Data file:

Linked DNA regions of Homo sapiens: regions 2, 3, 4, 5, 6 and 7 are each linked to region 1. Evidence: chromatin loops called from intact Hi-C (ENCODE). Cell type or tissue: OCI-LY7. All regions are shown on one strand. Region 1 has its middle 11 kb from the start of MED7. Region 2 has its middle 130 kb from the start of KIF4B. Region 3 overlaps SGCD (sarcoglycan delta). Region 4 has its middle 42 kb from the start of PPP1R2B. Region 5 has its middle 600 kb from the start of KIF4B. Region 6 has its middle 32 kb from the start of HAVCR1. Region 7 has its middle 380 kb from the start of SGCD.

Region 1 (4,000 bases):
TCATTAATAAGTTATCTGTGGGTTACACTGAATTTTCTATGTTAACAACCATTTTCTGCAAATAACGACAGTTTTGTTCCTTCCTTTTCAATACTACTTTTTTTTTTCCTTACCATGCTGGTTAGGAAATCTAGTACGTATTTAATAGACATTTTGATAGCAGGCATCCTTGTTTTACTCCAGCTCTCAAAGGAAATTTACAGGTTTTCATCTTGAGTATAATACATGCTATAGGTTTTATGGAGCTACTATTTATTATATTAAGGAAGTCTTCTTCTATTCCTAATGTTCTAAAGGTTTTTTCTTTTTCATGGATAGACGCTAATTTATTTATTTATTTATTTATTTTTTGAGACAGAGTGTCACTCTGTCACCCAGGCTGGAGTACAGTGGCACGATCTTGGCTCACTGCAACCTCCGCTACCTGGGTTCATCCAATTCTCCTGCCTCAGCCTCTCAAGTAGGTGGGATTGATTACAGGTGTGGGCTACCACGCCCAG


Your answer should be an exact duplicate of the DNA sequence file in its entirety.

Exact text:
Linked DNA regions of Homo sapiens: regions 2, 3, 4, 5, 6 and 7 are each linked to region 1. Evidence: chromatin loops called from intact Hi-C (ENCODE). Cell type or tissue: OCI-LY7. All regions are shown on one strand. Region 1 has its middle 11 kb from the start of MED7. Region 2 has its middle 130 kb from the start of KIF4B. Region 3 overlaps SGCD (sarcoglycan delta). Region 4 has its middle 42 kb from the start of PPP1R2B. Region 5 has its middle 600 kb from the start of KIF4B. Region 6 has its middle 32 kb from the start of HAVCR1. Region 7 has its middle 380 kb from the start of SGCD.

Region 1 (4,000 bases):
TCATTAATAAGTTATCTGTGGGTTACACTGAATTTTCTATGTTAACAACCATTTTCTGCAAATAACGACAGTTTTGTTCCTTCCTTTTCAATACTACTTTTTTTTTTCCTTACCATGCTGGTTAGGAAATCTAGTACGTATTTAATAGACATTTTGATAGCAGGCATCCTTGTTTTACTCCAGCTCTCAAAGGAAATTTACAGGTTTTCATCTTGAGTATAATACATGCTATAGGTTTTATGGAGCTACTATTTATTATATTAAGGAAGTCTTCTTCTATTCCTAATGTTCTAAAGGTTTTTTCTTTTTCATGGATAGACGCTAATTTATTTATTTATTTATTTATTTTTTGAGACAGAGTGTCACTCTGTCACCCAGGCTGGAGTACAGTGGCACGATCTTGGCTCACTGCAACCTCCGCTACCTGGGTTCATCCAATTCTCCTGCCTCAGCCTCTCAAGTAGGTGGGATTGATTACAGGTGTGGGCTACCACGCCCAG